Filming of the new documentary Selfless began two years ago in southwest England. Local filmmakers Kim Laureen and her daughter Meg have invested their time and money to create the movie which they feel opens the conversation to the ever-growing epidemic of selfies, social media and technology. / Submitted Photo

Mission filmmaker tackles topic of youth and the social media epidemic

Kim Laureen teams up with her daughter to create documentary film Selfless

A Fraser Valley-based mother/daughter filmmaking team is preparing to host a screening of their first documentary – Selfless.

The film is designed to open the conversation to the ever-growing epidemic of selfies, social media and technology.

Kim Laureen, of Mission, and her daughter Meg, from Abbotsford, spent about two years making the film, which will be shown at the Clarke Foundation Theatre on Tuesday, Feb. 12 at 7 p.m., with a panel discussion to follow.

It has been a long journey for the local mother of eight, but Kim said she’s thrilled by the final result.

The idea began in 2015. Kim, who runs the Mission-based Fresh Independence Productions, and Meg were working together on a music blog, putting together interviews, reviews and videos online.

Kim says that, during a conversation with Meg, they began to voice their frustrations with people in the music industry who were constantly on their cellphones. Then Kim broadened the scope and noticed that everyone, even her own kids, seemed to have their heads down engaged in screens and not engaged with others.

“We were frustrated by celebrities and what they were putting on kids, how they felt they should look. Like, let’s just say Kim Kardashian and her selfies. Is this what our daughters are supposed to aspire to?”

Then came the question that put the whole process in motion.

“One day, we were on a walk and we said, ‘If a girl lived in a forest and she had no mirrors, magazines or social media, what would beautiful look like to her? And how would she view herself?’ ”

That question made them both think of Kuki Warburton, a young girl who they knew because her family was featured on their music blog.

Kim said Warburton lives in the hills of southwest England, off the grid in a “very earthy and organic family.”

After contacting the family, the two aspiring filmmakers used Air Miles to travel to England. Once there, they began to form the basis of a documentary.

“We, of course, needed a cinematographer once we arrived. We got off the plane and put a little ad in the paper,” Kim said.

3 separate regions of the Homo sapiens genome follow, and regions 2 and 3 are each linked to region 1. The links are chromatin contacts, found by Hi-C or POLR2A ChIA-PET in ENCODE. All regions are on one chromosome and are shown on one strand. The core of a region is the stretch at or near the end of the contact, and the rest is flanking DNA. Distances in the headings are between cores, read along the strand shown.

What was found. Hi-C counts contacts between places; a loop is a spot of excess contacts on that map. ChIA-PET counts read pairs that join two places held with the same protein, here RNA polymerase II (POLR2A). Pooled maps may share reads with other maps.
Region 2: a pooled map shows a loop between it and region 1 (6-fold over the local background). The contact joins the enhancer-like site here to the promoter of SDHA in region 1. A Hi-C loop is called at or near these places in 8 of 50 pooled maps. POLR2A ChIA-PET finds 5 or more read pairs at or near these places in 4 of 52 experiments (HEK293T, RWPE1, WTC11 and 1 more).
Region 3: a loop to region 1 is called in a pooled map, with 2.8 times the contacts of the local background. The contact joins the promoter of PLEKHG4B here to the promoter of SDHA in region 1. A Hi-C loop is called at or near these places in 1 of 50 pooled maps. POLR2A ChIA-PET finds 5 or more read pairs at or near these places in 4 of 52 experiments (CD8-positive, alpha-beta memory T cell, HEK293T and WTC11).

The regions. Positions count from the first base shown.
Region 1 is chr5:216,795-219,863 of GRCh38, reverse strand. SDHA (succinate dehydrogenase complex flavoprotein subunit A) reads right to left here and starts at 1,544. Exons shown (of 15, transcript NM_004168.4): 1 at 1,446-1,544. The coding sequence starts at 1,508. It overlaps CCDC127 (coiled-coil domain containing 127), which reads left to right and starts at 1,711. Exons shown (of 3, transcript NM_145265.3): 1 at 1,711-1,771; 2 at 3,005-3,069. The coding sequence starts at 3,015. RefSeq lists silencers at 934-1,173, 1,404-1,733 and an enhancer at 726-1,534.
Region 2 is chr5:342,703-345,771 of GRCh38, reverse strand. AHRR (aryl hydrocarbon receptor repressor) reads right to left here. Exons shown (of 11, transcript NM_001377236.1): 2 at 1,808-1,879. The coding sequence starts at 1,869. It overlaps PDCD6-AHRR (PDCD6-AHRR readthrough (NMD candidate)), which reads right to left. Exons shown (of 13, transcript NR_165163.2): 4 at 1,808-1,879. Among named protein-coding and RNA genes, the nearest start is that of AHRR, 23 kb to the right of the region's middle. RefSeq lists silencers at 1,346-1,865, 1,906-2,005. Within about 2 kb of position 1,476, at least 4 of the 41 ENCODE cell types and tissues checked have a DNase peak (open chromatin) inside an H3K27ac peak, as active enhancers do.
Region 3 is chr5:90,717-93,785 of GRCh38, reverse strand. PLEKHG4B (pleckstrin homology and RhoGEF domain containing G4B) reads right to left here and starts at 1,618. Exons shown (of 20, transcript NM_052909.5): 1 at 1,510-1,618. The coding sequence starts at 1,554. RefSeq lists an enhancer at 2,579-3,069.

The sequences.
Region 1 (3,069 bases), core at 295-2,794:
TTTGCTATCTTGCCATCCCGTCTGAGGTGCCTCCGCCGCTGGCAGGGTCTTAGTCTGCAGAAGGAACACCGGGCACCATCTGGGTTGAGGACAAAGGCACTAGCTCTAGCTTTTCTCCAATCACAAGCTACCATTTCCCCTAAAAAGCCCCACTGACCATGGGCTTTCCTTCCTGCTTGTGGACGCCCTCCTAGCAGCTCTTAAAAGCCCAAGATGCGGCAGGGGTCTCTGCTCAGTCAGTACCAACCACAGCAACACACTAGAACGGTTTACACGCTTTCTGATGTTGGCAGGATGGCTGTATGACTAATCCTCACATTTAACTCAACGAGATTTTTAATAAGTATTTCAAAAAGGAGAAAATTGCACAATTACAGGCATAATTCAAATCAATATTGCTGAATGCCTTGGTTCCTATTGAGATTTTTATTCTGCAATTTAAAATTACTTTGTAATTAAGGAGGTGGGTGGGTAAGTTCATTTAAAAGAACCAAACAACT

Many people said they liked the concept, but with little money to pay, they declined to help.

However, one man, Nick Hamer, agreed to do it for grocery money.

With the first few scenes shot and in the can, the duo returned home.

With only a few minutes of footage, the two had to decide what kind of film they wanted to make.

After examining some “scary” statistics – Laureen said her research indicated that there are up to 70 per cent more depressed teens than 20 years ago, Instagram has more than 100 million posts every 24 hours, and Snapchat has three billion a day – they decided to focus on the positive, rather than the negative.

“Imagine what kids could do with some of that time to make the world a better place,” Kim thought.

They began to seek out youth who were doing positive things in their lives.

That took the mother/daughter team on a journey that included visiting Victoria to meet a youth, in her second remission with leukemia, who had just graduated high school.

“She teaches us that life is precious, don’t miss it … She wasn’t fighting for popularity; she’s fighting for her life.”

Finding no financial backing for the project, they begged, borrowed and cashed in more Air Miles to continue their search.

They travelled from subject to subject, getting stories from kids everywhere. They spoke to a boy who is visually impaired, an eight-year-old who started his own recycling business, and a girl who has suffered bullying and insecurities and now helps others.

“Here are kids giving back to others and focusing on other things.”

They also visited an inner-city school in Texas as well as local schools in the Fraser Valley, creating dialogues with students.

Once they had all the footage, the editing process began. They had hours and hours of tape and had to turn it into a story.

“We made a lot of mistakes along the way. We are different filmmakers today, 18 months later, than we were when we started. We didn’t know what we were doing.”

In the end, Kim calls it a very candid look at the issues.

“Selfless is a film that is imperfectly perfect, like life itself.”

Tickets to the Feb. 12 screening of Selfless are $15 and are available at eventbrite.ca, freshindependence.com or by calling 604-768-8214.

After the screening, Kim will be on hand to take part in a panel discussion. Other members of the panel include Dr. Dave Currie of Doing Family Right, Greg Bay from CBI Health Care, and Paige Freeborn of World Music Program.

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